Classic Car Weekly (UK) - - ClassicCrasForSale.co.uk - Andy Tal­bot

EN­GINE 1397cc/4-cyl/OHV POWER 63bhp@5500rpm TORQUE 77lb ft@3000rpm MAX­I­MUM SPEED 98mph 0-60MPH 14sec FUEL CON­SUMP­TION 29-45mpg TRANS­MIS­SION FWD, four-speed man­ual MoT March 2018 ODOMETER 120,485 miles


This base spec­i­fi­ca­tion Fuego starts eas­ily and set­tles quickly to its idle sweet spot. It ac­cel­er­ates smoothly and keeps up with mod­ern traf­fic eas­ily, but does feel like it needs a fifth gear at higher speeds. Brakes are pro­gres­sive and firm, the steer­ing is re­spon­sive and gear changes tight and pre­cise. The ride is good for a car that we sus­pect may still be sit­ting on its orig­i­nal dampers, too.


There are no un­sightly dents or dings in any of the body pan­els and the paint­work looks as if it has been re­freshed in re­cent years, though there are some tiny blis­ters on the roof. The trim – hard to come by light lenses in­cluded – have re­tained their fac­tory fin­ish. The new-ish reg­is­tra­tion plates are of the cor­rect font and style for the era and even in­clude the orig­i­nal sup­ply­ing dealer name. The steel wheels are in great con­di­tion and still have their orig­i­nal plas­tic cen­tre caps. Un­der­neath, the struc­ture ap­pears to be largely ex­cel­lent – dry and free from signs of cor­ro­sion, aside from some sur­face rust on the ex­haust. All welds and seams are clean.


The seats and in­te­rior fab­rics are fin­ished in light grey velour and con­trast­ing black vinyl and are in ex­cep­tional con­di­tion. Head re­straints were clearly not an op­tion on the TL, but this ex­am­ple has been fit­ted with static rear seat belts. All the in­te­rior plas­tics are in ex­cel­lent or­der and re­tain their fac­tory lus­tre. The black car­pets have kept their colour too and have plenty of life left in them. Switchgear is min­i­mal but the gauges – clock in­cluded – are all in good work­ing or­der. The Sony ra­dio/cas­sette player cer­tainly looks the part but prob­a­bly isn’t pe­riod cor­rect.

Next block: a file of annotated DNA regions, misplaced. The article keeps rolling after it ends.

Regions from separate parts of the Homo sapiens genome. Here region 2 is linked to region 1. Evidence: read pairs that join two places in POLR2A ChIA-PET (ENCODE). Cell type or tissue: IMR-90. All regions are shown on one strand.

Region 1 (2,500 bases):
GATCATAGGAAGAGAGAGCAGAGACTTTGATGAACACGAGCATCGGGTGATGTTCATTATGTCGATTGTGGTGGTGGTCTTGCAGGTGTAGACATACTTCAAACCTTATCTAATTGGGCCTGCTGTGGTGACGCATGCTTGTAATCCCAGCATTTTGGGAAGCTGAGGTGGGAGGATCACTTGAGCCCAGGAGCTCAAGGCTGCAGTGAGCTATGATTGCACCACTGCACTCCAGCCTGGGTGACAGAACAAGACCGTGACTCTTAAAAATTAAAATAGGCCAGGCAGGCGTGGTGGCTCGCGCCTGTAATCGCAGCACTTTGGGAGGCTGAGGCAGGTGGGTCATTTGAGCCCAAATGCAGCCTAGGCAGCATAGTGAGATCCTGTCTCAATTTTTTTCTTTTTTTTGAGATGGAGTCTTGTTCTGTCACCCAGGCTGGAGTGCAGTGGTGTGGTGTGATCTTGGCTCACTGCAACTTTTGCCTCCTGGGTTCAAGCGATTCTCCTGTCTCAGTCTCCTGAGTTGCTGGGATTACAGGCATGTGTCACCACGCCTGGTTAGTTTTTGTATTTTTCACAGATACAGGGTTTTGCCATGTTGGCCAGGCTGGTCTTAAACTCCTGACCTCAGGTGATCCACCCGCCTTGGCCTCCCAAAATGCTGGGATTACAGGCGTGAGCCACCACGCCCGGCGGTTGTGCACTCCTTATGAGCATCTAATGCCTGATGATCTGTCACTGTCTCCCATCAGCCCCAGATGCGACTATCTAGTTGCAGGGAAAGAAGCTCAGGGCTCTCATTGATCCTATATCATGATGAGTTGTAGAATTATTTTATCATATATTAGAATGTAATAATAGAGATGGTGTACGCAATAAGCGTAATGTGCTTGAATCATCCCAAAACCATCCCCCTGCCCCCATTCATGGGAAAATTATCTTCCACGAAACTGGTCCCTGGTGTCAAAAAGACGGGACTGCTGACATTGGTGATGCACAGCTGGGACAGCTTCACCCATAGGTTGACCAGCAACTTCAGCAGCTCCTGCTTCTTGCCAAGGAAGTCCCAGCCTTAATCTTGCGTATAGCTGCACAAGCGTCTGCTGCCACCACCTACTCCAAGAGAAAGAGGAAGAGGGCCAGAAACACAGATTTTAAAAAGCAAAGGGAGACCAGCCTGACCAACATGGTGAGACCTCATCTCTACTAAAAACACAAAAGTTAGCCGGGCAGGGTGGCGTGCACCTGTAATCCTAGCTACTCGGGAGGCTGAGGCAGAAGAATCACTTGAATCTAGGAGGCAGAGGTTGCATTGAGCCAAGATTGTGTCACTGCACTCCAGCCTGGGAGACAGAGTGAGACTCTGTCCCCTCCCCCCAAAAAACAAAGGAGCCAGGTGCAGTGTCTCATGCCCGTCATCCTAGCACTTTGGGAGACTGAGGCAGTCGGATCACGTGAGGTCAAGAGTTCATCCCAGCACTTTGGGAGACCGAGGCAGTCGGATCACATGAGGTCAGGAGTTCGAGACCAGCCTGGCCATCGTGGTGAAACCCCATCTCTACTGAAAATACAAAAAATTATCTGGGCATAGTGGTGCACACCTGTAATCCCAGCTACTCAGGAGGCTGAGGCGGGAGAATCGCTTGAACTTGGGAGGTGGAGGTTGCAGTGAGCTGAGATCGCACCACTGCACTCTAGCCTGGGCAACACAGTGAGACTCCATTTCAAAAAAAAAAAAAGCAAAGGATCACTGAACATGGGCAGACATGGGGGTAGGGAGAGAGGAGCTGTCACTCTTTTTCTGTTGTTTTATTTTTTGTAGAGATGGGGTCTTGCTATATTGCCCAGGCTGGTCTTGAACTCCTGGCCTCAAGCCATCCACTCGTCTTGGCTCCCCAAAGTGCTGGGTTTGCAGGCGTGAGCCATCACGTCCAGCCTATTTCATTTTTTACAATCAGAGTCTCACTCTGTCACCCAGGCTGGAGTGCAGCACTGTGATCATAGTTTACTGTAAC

What look like fac­tory welds and stick­ers are still vis­i­ble in the en­gine bay and the paint ap­pears to be orig­i­nal, even in the var­i­ous re­cesses. The flu­ids are to the cor­rect lev­els and there are no signs of any leaks. Pipes, plas­tics and rub­ber are all in good con­di­tion. The un­der-bon­net sound-dead­en­ing ma­te­rial is still in good or­der and tyres are nearly-new bud­get 155 80 13 Savas, though the un­der­slung spare wheel is wear­ing an older Michelin. There are in­voices for work and parts and 28 pre­vi­ous MoTs. A Hal­fords bat­tery has re­cently been fit­ted. Rather un­usu­ally, this Fuego comes with a spares car thrown in to the deal.


Base model Fue­gos were rare even when they were new, and sur­vivors are prac­ti­cally ex­tinct to­day – buy­ers tend to be at­tracted more by the high-per­for­mance Turbo. As such, you’re un­likely to see an­other at your lo­cal clas­sic car show. This one is nice – if rather un­in­volv­ing – to drive and would be quite a talk­ing point.

Two-tone In­te­rior is ba­sic, but in su­perb con­di­tion. Good to see orig­i­nal fac­tory welds and stick­ers.

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